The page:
“Both of our teams could hit like no other team. The top of the order got on base and the guys in the middle of the order knocked them in. The bottom of the order on both teams was very good at playing small ball. The guys at the bottom of the order knew their roles and got it done. Both teams were good at all facets of the game. They could hit, field and pitch with them all. Our 2006 team had four seniors who played on our junior team as juniors. They knew the 2006 season was their chance to shine.They worked their butts off and got the best of it.”

With Dal Pra at the helm, the Spartans won four Shore Conference division titles, two Monmouth County Tournament championships, one Shore Conference Tournament crown and two Central Jersey Group III titles. He was an Ocean assistant football coach in 2000 and 2005 when the Spartans captured Central Jersey Group III championships.

“Nine (baseball) championships in nine years (2000-08) is pretty special,” Dal Pra said. “During that time, 12 of our players made first-team All-Shore.Ocean had only two winning seasons and one All-Shore player in the 1990s.”

Dal Pra’s assistant baseball coaches were Bob Giannone, Joe Costa and Gerry Melanga. Giannone coached the junior varsity team for more than 25 years. Costa guided the freshman club for more than 25 seasons. Melanga, who was the varsity pitching coach, served as a Middletown North assistant coach. Malanga guided Red Bank Regional for more than 10 years.

Dal Pra said he sent nearly 20 former players into the collegiate ranks. Pappas (Seton Hall), Adam Smith (St. John’s), Apicelli (Monmouth), Hinkle (West Virginia), Greg Krzyzanowski (Monmouth), Matt Seagell (Vanderbilt), Jamie Rozenkranz (Monmouth) and Tom Siciliano (Monmouth) wound up in NCAA Division I. The latter is Ocean’s successful boys bowling coach.

Weinkofsky, who played for Brookdale Community College, slugged a Shore Conference career record 31 home runs en route to All-Shore and All-State first-team honors in 2006 and 2007. Hinkle, who also played first base, earned All-Shore and All-State honors. Shortstop-pitcher Kyle Norman was an All-Shore honoree who competed for the Rowan University Profs.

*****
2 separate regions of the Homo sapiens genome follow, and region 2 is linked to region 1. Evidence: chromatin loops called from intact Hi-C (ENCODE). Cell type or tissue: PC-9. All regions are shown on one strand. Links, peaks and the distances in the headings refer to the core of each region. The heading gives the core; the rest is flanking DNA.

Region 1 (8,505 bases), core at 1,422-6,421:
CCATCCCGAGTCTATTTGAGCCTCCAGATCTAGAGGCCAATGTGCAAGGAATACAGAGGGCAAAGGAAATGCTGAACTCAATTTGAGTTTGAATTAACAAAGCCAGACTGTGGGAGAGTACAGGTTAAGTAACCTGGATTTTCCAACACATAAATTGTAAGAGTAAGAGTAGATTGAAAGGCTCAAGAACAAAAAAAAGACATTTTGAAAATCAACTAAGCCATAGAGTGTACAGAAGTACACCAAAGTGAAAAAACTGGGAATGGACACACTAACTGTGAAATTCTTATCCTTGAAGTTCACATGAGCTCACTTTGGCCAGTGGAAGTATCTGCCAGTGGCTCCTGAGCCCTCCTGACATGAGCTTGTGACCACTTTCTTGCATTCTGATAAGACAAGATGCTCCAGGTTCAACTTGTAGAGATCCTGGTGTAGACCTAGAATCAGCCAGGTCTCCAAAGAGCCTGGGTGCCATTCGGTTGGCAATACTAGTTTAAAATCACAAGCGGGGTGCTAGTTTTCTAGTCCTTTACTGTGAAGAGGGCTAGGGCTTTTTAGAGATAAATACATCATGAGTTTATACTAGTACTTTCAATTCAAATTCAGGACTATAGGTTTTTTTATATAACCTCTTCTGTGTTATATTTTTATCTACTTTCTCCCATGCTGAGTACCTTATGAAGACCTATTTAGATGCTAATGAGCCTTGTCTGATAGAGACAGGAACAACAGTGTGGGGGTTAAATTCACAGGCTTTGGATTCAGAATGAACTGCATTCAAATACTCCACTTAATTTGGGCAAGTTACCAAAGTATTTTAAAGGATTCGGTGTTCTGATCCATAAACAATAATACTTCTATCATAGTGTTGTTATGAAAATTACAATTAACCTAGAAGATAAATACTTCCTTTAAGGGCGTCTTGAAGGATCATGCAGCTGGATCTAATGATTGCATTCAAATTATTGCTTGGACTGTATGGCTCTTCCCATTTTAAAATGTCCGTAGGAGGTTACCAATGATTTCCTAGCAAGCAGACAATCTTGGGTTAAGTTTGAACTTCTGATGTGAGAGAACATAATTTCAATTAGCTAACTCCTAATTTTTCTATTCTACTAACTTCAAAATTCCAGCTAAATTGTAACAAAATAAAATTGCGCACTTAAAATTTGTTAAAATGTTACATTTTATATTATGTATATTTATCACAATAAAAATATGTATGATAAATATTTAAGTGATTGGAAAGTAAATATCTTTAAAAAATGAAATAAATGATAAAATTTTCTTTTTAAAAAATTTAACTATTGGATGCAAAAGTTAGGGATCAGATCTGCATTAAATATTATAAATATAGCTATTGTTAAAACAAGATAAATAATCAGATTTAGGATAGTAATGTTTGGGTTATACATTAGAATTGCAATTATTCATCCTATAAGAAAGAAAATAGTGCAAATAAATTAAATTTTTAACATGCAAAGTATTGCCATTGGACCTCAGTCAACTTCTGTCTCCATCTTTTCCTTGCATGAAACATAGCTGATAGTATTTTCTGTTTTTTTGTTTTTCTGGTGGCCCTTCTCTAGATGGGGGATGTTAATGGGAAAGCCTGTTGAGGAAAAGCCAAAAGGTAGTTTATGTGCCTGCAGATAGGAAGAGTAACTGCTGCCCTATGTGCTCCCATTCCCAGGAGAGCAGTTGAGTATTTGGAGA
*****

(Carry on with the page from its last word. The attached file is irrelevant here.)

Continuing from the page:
Dal Pra taught health and physical education in the Ocean Township School District before becoming an administrator. He directed the Shore Conference Wrestling Tournament, which transitioned from a team tournament to an individual tournament.,

“My teaching and coaching experience at Ocean was dream like,” he said. “I had the best of all worlds–kids who were excited to learn and get better and fellow teachers who enjoyed their jobs and the kids. The most satisfying aspect of coaching at Ocean was knowing each day the kids wanted to work and expected to be pushed. They loved to play and be around each other year-round. It’s simple, but I have not seen that mentality since. I may never see it again.”

Formerly the head baseball coach at Ocean County College, Dal Pra also coached baseball at Henry Hudson Regional and baseball and football at Rumson-Fair Haven Regional.

Dal Pra, 55, graduated from Rumson in 1984. He played running back and defensive end and punted and kicked for the Bulldogs. A heavyweight wrestler, he played shortstop and third base. He earned All-Shore, All-Monmouth County and second-team All-State honors in football. He was All-County in baseball and a third-place finisher in district competition.

He earned a bachelor’s degree from Rowan University and his master’s degree from Kean University. He was an All-New Jersey Athletic Conference defensive end at William Paterson.

Dal Pra and his wife, Roseann, are the parents of three sons. Will, 18, will be a Florida State University freshman. Gus, 15, is a Red Bank Regional sophomore. Hank, 14, is a Red Bank Regional freshman.

“What will I do while I am retired?” he asked, repeating The Coaster’s question. “After working 60-70 hours every week and averaging 330 days per year for the past 10 years, I hope nothing, but I would love to return to Ocean Township and work in some capacity. I think I will have something to offer a school for the next 10 years  My years in education flew by. I am not going to lie to you.”